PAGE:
I had recently moved out of my parents house, leaving behind what had become The Family Cat. I was a little lonely, and knew that I would do better keeping a critter alive than a house plant. I know you’re supposed to work things the other way, but that’s not my style.
I was weighing my options at the cat rescue adoption fair, when I stumbled upon this skinny thing with too many toes on her front paws, looking at me with judgement and disdain. I approached the kennel door, and she promptly looked away and uttered a sigh brimming with ennui. I wasn’t her type.
Match made in heaven. I had to have her.
She had been born on April 30, 2004. She was pitch black with mite-infected ears, and her eyes and snout were running. She walked gingerly around the kennel as though her crowded feet hurt. She was, frankly, a mess. I signed her paperwork, filled up a cart with basic cat supplies, and drove her straight to the vet.
The vet at Petvax took one look at her, and said it would be a while. I got comfortable with CatLady Weekly in the lobby. They gave her a much-needed bath and treated her ears. They ran some tests on her eye and snout goo, and wrote out prescriptions. They trimmed her nails and treated what had started to fester in her thumbs. Hours later, I was the proud owner of a gorgeous, Polydactyl Tortie (of the Hemingway Polydactyls) with double-clawed thumbs. She was underweight, infected and diagnosed with Feline Herpes. She’d need love, attention and patience, as well as medication every four hours for at least ten days. No problem.
Walking out of the vet’s office, I was in shock at her coloring. She had been so dirty in the kennel, I never expected her to have orange and brown smatterings on her back with rings on her tail. Her kohl-lined eyes smudged down her cheeks a la Tammy Faye Baker. She was the strangest-looking thing I’d ever seen, and I couldn’t have been more smitten.
We settled in at home, finding a good place for her bowls, her toys and litter box. She stuck close to me, and if she lost sight of me she’d quack until I called to her. “Where’s my big girl?” “Here, critter.” “Hello face.” If I sat on the couch, I’d place her on the pillow beside me. Time for bed and she’d cry from the floor until I lifted her onto the comforter where she’d knead muffins and purr herself to sleep. This nameless creature came to work with me for three weeks and made a home in the space between my keyboard and monitor, where it was warm.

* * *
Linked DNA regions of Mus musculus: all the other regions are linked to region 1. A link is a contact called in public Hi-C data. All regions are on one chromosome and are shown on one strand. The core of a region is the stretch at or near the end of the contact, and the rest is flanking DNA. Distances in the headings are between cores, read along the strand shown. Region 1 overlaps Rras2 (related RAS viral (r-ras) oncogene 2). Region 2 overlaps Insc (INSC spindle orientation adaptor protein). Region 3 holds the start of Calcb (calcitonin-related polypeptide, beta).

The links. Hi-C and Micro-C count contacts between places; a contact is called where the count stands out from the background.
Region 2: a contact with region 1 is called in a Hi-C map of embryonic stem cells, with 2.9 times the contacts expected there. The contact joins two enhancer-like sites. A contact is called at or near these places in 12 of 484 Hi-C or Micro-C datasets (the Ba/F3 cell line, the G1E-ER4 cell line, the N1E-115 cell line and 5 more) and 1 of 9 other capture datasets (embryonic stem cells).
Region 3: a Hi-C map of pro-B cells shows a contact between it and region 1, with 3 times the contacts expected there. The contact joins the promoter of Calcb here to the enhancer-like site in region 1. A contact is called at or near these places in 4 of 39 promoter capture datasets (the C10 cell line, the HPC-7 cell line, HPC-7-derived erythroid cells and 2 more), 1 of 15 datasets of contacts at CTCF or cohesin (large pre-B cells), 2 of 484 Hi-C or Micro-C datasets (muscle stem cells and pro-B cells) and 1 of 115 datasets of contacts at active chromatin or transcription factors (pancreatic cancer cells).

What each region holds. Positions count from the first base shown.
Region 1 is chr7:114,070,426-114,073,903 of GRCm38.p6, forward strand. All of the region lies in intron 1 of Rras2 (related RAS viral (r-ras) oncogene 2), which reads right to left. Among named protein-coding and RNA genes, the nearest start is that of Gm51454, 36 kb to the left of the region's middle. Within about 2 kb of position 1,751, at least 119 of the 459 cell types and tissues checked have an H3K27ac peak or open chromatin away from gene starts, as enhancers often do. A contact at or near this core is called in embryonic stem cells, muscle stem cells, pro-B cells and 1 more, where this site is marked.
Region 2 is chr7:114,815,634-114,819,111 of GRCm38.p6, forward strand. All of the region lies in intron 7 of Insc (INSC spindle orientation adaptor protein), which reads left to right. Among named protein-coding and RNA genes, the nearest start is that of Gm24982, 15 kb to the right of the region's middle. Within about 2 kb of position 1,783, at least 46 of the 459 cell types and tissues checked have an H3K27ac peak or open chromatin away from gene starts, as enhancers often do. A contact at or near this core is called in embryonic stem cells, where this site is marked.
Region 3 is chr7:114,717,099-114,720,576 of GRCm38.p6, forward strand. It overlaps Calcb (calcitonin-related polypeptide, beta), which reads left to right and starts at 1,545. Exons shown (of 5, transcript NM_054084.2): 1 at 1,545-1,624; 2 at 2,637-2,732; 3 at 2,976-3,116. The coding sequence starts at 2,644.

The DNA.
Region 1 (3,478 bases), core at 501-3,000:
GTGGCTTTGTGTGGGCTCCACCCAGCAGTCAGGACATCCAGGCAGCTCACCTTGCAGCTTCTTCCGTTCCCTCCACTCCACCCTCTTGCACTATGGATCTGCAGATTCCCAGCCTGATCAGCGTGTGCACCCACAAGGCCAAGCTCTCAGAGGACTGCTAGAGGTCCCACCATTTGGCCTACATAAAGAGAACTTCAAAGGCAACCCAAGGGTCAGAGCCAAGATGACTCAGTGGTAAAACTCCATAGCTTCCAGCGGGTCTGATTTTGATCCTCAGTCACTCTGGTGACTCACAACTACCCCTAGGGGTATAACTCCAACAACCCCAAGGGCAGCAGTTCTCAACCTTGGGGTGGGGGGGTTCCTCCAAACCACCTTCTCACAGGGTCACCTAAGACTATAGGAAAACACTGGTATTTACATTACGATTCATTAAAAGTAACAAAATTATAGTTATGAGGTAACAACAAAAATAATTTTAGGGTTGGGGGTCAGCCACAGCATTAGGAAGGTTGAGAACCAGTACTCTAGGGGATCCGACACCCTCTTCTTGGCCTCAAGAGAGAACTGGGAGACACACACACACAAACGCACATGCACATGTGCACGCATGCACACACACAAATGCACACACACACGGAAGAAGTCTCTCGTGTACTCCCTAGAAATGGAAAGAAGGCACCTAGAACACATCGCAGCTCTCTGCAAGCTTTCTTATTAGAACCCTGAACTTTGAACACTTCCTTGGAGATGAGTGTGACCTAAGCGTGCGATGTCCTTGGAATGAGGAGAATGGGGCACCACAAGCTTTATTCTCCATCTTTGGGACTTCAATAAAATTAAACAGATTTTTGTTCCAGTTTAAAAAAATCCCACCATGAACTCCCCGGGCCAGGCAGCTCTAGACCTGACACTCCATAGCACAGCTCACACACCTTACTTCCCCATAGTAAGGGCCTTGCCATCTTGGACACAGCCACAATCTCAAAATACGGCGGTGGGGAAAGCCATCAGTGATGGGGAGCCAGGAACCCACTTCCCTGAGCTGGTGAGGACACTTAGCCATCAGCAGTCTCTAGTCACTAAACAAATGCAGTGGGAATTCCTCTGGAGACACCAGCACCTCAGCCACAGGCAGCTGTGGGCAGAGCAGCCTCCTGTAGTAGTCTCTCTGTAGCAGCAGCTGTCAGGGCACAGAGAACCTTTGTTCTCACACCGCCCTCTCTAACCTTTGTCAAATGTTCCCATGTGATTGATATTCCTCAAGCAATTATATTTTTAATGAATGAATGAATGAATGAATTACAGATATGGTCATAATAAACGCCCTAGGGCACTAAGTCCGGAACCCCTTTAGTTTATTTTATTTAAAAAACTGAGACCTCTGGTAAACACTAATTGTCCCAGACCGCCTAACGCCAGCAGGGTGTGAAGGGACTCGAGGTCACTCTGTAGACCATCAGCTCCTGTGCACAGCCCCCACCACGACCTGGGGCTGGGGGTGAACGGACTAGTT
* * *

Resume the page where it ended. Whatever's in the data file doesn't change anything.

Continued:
It was a full week before I was inspired to name her, not that she seemed to care. After a few days of getting the lay of the land, she had resumed her airs of superiority. She wanted to sit beside me or on me or curl up around my neck, but she didn’t want to be touched. She hockeyed her food pellets around the kitchen floor at 2am and refuse to eat what she’d played with. She drank her water bowl dry four times a day. She liked the pink mouse and the metallic green catnip puff, but the jingle balls were too pedestrian. She would stretch very close to your face, sniff your nose, sneeze and hop away. Every raised surface she could get to was promptly feng shui-ed to her satisfaction.
She was still very tiny– a full three pounds– and her ears and eyes were still healing. The antibiotics had begun to calm her respiratory distress into remission. She deserved a strong name to reflect the fight and flint in her gaze. Tawanda felt a little too Flaggish and Lilith more kabbalic than I wanted to venture. Still, I thought classically. This little girl was smart and mischevious. She could slay a spider cricket without rattling her catbell. Her looks did more than border on exotic. We’d give Athena a try. If everything went according to plan, she’d grow into it.
(This post was written in response to a reader’s request. There will be more Athena “specials” later. If there’s something specific you’d like to learn about us, drop me a comment!)